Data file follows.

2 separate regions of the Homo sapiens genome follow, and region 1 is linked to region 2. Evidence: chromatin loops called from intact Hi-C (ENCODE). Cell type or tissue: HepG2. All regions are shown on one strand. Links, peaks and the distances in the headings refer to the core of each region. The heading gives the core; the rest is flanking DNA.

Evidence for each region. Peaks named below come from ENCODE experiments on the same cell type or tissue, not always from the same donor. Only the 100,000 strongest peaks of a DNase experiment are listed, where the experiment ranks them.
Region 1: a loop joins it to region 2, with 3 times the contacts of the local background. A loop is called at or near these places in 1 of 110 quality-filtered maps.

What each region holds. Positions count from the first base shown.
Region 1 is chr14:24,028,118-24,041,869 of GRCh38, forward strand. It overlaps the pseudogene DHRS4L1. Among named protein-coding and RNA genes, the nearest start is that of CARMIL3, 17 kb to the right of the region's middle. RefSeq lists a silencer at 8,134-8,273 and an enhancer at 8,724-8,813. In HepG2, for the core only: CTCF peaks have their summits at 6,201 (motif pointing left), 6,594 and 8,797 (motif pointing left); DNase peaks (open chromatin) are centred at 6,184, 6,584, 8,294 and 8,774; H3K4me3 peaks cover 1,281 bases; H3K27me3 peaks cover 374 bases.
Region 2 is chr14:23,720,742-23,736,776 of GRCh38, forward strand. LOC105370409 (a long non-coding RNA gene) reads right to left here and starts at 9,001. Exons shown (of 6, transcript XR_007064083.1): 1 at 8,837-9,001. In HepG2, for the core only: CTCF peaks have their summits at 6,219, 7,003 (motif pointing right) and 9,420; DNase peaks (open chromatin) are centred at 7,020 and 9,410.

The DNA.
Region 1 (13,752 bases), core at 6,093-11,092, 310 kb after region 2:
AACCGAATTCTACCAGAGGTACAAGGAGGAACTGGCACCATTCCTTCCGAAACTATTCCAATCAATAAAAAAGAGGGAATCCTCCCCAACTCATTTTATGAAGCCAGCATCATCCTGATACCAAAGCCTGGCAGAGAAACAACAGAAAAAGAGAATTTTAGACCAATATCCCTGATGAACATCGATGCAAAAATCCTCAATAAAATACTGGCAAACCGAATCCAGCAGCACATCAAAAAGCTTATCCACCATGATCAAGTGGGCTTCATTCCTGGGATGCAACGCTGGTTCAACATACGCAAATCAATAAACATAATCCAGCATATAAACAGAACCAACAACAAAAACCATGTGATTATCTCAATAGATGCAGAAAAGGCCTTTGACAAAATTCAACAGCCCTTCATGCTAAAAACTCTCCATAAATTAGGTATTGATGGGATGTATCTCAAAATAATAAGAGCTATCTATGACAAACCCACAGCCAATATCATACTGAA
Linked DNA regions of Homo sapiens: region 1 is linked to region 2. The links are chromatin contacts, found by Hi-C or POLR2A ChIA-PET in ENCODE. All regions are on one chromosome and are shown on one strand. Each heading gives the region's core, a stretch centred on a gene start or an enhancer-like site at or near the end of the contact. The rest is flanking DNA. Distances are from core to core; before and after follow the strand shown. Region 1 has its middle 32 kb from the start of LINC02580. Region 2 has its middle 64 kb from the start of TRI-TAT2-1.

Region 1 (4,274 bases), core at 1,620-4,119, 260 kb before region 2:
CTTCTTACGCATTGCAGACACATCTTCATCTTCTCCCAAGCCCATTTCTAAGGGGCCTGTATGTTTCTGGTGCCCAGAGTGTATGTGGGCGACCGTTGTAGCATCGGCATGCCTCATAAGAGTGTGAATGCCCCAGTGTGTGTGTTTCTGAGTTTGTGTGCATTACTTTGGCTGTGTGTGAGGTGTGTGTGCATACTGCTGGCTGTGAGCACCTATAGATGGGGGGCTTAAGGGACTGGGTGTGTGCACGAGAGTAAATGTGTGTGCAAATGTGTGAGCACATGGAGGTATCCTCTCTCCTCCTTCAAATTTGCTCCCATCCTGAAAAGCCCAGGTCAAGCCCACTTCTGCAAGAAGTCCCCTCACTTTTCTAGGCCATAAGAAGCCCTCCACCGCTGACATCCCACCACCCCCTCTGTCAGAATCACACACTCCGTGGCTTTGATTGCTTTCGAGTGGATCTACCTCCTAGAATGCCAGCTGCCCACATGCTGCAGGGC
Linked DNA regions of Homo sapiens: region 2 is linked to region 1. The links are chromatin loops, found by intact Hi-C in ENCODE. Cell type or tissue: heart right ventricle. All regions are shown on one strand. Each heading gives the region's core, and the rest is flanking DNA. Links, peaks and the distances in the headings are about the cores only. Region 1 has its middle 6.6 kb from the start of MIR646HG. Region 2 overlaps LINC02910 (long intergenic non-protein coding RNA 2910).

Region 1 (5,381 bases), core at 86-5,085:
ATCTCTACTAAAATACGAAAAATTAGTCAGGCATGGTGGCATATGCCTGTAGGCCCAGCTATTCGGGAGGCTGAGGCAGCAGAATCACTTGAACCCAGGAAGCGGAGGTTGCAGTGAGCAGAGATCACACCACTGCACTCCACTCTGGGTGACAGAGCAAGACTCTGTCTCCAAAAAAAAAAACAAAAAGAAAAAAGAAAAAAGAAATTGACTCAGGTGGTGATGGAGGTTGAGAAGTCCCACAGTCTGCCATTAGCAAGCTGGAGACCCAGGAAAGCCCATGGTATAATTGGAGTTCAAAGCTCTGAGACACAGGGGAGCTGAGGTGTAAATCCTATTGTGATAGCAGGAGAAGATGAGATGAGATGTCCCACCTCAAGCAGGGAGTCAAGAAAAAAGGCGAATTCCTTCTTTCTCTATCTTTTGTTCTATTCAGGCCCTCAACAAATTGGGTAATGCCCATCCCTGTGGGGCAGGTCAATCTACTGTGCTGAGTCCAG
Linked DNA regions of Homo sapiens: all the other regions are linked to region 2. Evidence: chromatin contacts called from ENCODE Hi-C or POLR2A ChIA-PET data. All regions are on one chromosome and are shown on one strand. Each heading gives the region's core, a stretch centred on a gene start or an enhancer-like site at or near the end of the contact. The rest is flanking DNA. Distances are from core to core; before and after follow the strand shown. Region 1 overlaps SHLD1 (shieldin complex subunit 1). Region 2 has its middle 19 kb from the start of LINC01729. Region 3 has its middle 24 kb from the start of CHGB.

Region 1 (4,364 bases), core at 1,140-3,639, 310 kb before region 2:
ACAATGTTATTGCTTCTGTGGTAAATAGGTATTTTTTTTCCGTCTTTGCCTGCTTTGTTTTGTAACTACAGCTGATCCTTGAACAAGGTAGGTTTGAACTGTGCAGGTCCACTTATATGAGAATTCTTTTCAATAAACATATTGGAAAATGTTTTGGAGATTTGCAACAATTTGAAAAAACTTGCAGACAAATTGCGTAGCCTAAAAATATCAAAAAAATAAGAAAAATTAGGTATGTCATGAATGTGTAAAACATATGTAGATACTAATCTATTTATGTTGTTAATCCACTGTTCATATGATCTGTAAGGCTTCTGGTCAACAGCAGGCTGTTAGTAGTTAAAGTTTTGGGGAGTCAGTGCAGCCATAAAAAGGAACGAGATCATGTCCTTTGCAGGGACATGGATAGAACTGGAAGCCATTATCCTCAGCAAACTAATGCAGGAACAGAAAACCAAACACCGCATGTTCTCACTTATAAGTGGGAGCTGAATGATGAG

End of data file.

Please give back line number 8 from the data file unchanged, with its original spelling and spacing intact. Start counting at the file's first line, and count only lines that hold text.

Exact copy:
Region 1 (13,752 bases), core at 6,093-11,092, 310 kb after region 2: